Fedora worn by Hector 'Toe' Blake between 1958-68 as the head coach of the Montreal Canadiens.
Fedora worn by Hector "Toe" Blake between
1958-68 as the head coach of the
Montreal Canadiens.
Montreal finished second in 1966-67, and once again went to the Stanley Cup final. When Montreal mayor Jean Drapeau pledged a Stanley Cup in the spring of 1967 in order to coincide with the city's hosting of Expo 67, Beliveau vowed, "I think we can do it." But Toronto foiled the confident Canadiens, using a veteran roster to edge Montreal in six games during the final.

Expansion had doubled the size of the National Hockey League in 1967-68, but the canny Pollock ensured that while his team had several players plucked to stock the six new teams, the line-up was still exceptionally strong. The Canadiens finished first in the East Division.

Yvan Cournoyer of the Montreal Canadiens was part of all four of the franchises Stanley Cup wins during a stretch from 1964 to 1969.
Yvan Cournoyer of the Montreal Canadiens was
part of all four of the franchises Stanley Cup wins during
a stretch from 1964 to 1969.
(Photo by Frank Prazak/Hockey Hall of Fame)
John Ferguson helped neutralize the Boston Bruins in the semi-final by engaging Ted Green in legendary battles during the four-game semi-final sweep. Montreal earned a spot in the Stanley Cup final for a fourth straight spring by dumping Chicago in five games.

The champion of the East Division next faced the West's champion in the revamped playoff format, meaning the Canadiens were challenged by the fledgling St. Louis Blues.

While it was the Blues first season in the NHL, they had several players who had Stanley Cup experience, including Al Arbour (Chicago and Toronto), Glenn Hall (Chicago), Don McKenney (Toronto), Ron Stewart (Toronto) and former Canadiens Red Berenson, Dickie Moore, Noel Picard, Jimmy Roberts and Jean-Guy Talbot. The Blues were coached by Scotty Bowman, who also had been trained in the Canadiens' system.

The series was closer than most would have expected. Montreal edged St. Louis 3-2 in the first game, 1-0 in Game Two and took Game Three with a 4-3 overtime win.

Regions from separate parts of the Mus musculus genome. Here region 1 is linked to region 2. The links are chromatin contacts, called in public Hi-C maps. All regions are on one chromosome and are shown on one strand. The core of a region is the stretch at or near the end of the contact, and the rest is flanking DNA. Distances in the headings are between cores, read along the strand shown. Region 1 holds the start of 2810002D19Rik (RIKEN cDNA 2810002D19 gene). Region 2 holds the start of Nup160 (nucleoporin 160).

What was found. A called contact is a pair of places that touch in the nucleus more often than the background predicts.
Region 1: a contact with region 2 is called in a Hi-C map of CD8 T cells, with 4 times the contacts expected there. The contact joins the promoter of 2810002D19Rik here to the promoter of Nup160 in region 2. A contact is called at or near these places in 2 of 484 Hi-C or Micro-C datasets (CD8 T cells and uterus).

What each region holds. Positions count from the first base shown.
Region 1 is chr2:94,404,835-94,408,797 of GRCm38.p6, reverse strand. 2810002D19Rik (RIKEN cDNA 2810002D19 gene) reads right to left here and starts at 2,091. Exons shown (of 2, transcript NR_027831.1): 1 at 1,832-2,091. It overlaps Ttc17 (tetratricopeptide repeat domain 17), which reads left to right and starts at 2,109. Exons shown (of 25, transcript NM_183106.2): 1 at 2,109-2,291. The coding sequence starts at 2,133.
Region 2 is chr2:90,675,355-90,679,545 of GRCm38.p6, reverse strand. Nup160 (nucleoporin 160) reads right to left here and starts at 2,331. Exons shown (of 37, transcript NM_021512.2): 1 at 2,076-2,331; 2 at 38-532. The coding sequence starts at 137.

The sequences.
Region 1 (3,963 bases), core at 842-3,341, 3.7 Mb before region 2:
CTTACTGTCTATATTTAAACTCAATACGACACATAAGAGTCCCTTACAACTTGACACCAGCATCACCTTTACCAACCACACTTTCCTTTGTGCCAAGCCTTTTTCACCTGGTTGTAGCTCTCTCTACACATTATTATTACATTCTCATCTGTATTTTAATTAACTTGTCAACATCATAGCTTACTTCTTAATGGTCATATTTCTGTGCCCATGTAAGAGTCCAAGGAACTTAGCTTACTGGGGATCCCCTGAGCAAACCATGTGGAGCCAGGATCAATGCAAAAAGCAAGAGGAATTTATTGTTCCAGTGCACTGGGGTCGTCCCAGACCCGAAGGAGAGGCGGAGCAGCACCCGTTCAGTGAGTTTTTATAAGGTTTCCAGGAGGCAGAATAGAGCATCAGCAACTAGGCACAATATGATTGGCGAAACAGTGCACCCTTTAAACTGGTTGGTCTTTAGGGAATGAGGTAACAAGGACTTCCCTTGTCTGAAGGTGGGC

John Ferguson was a physical force for all four of the franchises Stanley Cup wins during a stretch from 1964 to 1969.
John Ferguson was a physical force for all four of the franchises Stanley Cup wins during a stretch from 1964 to 1969. (Photo by Frank Prazak/Hockey Hall of Fame)
Dick Duff scored midway through the first period, but St. Louis replied with two goals to head into the second intermission with a 2-1 lead. In the third stanza, Henri Richard scored to tie the game, and then Jean-Claude Tremblay scored five minutes later for what proved to be the Stanley Cup-winning goal. It was a third championship in four years for the bleu, blanc et rouge.

Montreal entered the 1968-69 campaign with a new coach. Claude Ruel replaced Toe Blake, who retired after 13 seasons behind the Canadiens' bench. The Habs finished first in the East during the regular season, and once again faced St. Louis in the battle for the Stanley Cup.

Jersey worn by Jacques Laperriere of the Montreal Canadiens jersey during the 1965-66 NHL season. The stalwart defenseman went on to capture the Norris Trophy that same season.
Surprisingly, this series was tighter than bark on a tree once again. Games One and Two, played in Montreal, concluded in identical 3-1 scores favouring the Canadiens. Rogation Vachon stonewalled the Blues in Game Three, a 4-0 win.

Surprisingly, like the previous final, this series was also tighter than bark on a tree. Games One and Two, played in Montreal, concluded in idenical 3-1 scores. Rogatien Vachon blanked St. Louis 4-0 in Game Three.

The Blues put up a valiant effort and led 1-0 going into the third period. But Ted Harris tied the score just 42 seconds into the third, and John Ferguson put Montreal up 2-1. That score held to the final buzzer, giving the Canadiens their fourth Stanley Cup in five seasons. Dick Duff scored four goals in the final, but it was Serge Savard who was awarded the Conn Smythe Trophy as playoff mvp.

By anyone's measuring stick, four Stanley Cup championships in five years is a phenomenal accomplishment, and qualifies for designation as a dynasty. And yet, arguably, the 1960s are regarded as the Maple Leafs' decade, while Montreal's glory years are considered the 1950s and 1970s. It is for that reason that this outstanding achievement that sits shadowed by other accomplishments, is deemed the 'forgotten dynasty.'

Kevin Shea is the Editor of Publications and Online Features for the Hockey Hall of Fame.